"One last formality then, Mr. Rossi.  This form says that the punishment was administered and witnessed, and that you are in good physical health.  You need only sign beneath Mr. Barne's signature.  One copy will be kept here in our files and one will be sent home to your parents.  Understood?"  Mr. Cobrane said, placing the paper and a pen on the desk that Amadeo had just been leaning on.

"Do I have to sign it sir?" Amadeo asked curiously.

"No, you don't.  We won't force you to."  Cobrane replied quietly.  "You will, however, be required to visit the school nurse and be checked out for any injuries or bruising so that she can make a record of it in case you have any problems in the future as a result of this punishment.  Do you need to see the nurse, Mr. Rossi?" he asked, concerned.  "Are you experiencing extreme pain, or undue discomfort?"

"No sir," Amadeo replied.  Oddly enough, he felt much better than he had before the paddling.

"It's up to you young man.  We won't coerce you," Barnes said kindly.  "Are you, in clear conscience, willing or able to sign the form?"

Clear conscience.  That's what it was.  His conscience felt clear.  The anger he'd felt, and the weight he'd been carrying since the previous Friday seemed to have been lifted.  "Yes sir," Amadeo said, bending down to sign, wincing a little as the material of his jeans scraped across the tender flesh beneath.  He picked up his keys and wallet and looked up at Cobrane with still slightly reddened eyes.  "May I go now, sir?"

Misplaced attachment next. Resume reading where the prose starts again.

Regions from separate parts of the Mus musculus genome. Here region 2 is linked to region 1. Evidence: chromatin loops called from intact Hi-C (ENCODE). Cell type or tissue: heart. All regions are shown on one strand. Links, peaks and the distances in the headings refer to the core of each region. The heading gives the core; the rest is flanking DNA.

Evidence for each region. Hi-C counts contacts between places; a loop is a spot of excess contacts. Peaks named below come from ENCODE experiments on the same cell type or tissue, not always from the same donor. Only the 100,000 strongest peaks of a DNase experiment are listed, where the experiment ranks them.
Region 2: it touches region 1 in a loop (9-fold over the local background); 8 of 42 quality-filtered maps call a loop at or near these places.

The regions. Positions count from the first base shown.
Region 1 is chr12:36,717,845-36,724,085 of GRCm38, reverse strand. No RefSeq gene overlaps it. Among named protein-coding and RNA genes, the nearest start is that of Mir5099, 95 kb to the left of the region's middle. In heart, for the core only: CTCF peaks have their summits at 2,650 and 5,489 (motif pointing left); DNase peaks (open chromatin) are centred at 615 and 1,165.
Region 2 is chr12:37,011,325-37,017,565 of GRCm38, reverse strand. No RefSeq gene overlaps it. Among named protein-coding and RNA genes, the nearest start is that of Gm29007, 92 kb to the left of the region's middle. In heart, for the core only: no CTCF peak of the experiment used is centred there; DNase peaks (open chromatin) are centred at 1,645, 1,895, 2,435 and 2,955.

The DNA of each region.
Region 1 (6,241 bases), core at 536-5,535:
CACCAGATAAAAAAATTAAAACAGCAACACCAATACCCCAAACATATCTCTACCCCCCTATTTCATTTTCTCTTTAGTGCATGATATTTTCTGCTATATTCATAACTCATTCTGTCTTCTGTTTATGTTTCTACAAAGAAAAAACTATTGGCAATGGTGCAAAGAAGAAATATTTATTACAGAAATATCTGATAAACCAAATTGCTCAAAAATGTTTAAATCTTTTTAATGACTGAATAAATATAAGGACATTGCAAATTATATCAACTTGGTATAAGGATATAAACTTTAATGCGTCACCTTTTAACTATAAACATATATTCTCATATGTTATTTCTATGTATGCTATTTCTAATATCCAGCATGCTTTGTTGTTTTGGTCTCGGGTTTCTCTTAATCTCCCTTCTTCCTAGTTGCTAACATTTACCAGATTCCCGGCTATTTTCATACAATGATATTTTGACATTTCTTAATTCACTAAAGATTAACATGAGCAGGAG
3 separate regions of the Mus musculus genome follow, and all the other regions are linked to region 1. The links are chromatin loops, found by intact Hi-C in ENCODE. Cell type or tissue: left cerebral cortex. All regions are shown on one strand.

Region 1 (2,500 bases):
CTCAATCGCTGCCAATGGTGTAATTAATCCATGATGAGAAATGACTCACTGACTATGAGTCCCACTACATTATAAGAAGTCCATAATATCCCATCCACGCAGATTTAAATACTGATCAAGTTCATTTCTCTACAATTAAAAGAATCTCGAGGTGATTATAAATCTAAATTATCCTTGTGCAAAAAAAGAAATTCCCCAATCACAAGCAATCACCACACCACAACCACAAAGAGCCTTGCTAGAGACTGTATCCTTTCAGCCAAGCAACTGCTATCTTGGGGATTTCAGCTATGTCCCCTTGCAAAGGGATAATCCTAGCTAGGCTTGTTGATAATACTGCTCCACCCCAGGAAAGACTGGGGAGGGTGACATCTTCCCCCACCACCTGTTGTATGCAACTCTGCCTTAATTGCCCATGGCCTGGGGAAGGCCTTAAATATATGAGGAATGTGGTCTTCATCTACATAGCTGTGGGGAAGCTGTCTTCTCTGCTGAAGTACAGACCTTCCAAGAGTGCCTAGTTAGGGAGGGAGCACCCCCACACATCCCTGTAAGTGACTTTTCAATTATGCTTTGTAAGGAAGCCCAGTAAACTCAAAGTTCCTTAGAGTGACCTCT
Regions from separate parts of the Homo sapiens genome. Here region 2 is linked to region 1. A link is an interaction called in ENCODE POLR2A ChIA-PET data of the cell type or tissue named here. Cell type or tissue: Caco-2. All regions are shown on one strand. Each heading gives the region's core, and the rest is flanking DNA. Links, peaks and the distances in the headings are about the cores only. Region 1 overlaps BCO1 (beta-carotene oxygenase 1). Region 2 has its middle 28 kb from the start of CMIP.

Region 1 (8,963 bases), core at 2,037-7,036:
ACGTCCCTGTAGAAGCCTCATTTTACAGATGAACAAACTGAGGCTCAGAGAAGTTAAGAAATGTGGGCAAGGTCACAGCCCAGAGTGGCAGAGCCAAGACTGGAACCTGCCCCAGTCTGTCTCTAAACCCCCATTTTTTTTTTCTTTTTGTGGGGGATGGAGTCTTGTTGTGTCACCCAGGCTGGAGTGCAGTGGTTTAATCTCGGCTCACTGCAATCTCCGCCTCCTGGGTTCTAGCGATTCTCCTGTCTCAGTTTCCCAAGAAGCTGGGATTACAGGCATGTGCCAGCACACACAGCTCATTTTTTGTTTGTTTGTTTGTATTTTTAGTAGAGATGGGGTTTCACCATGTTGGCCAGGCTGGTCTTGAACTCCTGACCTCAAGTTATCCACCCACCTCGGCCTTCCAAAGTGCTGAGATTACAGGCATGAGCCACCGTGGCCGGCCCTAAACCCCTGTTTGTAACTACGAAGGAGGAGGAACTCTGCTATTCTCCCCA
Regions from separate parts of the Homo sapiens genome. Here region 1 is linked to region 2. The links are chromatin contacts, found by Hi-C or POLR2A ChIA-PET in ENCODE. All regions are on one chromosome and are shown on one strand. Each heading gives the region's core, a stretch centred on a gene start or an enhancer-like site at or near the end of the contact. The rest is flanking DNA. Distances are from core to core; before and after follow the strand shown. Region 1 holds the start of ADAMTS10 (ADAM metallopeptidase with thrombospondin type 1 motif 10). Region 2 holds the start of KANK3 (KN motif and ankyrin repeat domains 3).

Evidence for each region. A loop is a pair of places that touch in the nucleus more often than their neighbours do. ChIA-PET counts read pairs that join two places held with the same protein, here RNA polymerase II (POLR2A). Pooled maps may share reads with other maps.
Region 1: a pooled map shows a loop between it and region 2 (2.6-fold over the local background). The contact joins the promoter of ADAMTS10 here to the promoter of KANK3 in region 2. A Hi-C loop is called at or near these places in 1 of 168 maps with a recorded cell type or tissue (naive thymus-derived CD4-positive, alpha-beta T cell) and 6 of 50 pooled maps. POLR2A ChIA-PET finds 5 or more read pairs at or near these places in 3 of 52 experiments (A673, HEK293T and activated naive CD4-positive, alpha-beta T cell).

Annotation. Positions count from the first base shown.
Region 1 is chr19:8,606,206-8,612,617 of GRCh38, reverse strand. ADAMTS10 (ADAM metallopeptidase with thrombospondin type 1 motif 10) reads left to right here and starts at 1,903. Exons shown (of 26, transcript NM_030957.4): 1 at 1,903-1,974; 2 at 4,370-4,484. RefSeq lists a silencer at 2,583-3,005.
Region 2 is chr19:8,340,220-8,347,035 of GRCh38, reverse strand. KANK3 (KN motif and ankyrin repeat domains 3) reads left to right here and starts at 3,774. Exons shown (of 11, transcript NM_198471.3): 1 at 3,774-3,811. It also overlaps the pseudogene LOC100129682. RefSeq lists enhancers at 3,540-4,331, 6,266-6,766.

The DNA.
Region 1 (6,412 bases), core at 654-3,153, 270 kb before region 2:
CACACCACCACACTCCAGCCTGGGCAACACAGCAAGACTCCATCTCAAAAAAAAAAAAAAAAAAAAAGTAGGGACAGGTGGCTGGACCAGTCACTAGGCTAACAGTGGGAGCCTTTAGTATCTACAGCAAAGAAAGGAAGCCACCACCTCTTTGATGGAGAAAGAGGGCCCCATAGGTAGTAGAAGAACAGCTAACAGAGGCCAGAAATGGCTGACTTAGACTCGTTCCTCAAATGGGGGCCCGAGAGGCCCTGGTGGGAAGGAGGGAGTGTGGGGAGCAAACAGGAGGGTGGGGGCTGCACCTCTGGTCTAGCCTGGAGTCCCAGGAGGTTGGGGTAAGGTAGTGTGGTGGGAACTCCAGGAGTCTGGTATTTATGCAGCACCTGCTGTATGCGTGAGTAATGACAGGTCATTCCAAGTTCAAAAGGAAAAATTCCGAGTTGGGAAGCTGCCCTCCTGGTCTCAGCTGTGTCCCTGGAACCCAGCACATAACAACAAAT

"Actually, Mr. Rossi.  Since the day is nearly over and you would be disrupting your last class by walking in halfway, I would like to take this time to talk with you. Are you willing?" Cobrane asked.

"Yes sir.  I guess so," Amadeo replied, curious as to what his Vice Principal would want to speak to him about, and grateful that he wouldn't have to go out into the school with puffy eyes and a red nose.

"Excuse me, Shandon.  If you don't need me any more I'll get back to work," said Barnes with a smile.  It was a standing joke between them that Cobrane seemed to forget who the boss was occasionally.

Cobrane favored his boss and friend with one of his rare, genuine smiles, and with a mischievous look in his eyes he said, in an imperious tone, "That will be all for now, Hugh.  Thank you."

The two men saw the look of confusion on Amadeo's face and laughed, clapping the boy on the shoulders to include him in the joke.

Barnes picked up the papers and with a slight bow and a smile and left the office.

Cobrane went to the leather couch which sat against a far wall in his office and retrieved a pillow, which he fluffed up and placed on a chair.  "Have a seat, please, Amadeo, and let's talk," he said with a smile.


  1. I've been enjoying this story so far. I keep coming back to see if you've added new chapters and I'm curious to know what their conversation was about. Will you be posting any new chapters soon?

    1. Hello Storm. Thank you so much for letting me know you've been enjoying the story, it means a lot to me.
      With luck more chapters will be coming soon. Please stay tuned, and thanks again for commenting. :D